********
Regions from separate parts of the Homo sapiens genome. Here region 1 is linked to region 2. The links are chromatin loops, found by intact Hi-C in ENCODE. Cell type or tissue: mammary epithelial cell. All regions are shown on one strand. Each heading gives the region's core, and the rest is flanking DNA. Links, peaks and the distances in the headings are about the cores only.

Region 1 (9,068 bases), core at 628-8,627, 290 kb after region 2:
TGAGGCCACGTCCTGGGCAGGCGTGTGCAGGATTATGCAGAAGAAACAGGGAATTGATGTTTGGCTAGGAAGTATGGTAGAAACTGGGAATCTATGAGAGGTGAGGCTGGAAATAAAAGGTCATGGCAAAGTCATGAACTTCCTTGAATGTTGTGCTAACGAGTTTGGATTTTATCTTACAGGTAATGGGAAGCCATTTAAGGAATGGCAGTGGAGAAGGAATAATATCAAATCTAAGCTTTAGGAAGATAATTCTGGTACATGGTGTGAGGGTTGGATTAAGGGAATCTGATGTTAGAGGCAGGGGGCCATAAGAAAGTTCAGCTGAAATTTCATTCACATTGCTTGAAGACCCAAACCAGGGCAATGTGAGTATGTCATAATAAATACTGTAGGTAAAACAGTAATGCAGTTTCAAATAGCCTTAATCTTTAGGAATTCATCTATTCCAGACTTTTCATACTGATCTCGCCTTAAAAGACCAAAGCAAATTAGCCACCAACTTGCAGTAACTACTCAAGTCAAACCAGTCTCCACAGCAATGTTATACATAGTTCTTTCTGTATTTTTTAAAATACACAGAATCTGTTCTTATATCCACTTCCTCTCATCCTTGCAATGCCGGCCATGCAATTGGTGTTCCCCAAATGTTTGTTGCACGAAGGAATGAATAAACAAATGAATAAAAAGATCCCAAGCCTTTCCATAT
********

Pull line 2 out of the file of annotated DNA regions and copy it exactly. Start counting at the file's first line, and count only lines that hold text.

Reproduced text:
Region 1 (9,068 bases), core at 628-8,627, 290 kb after region 2: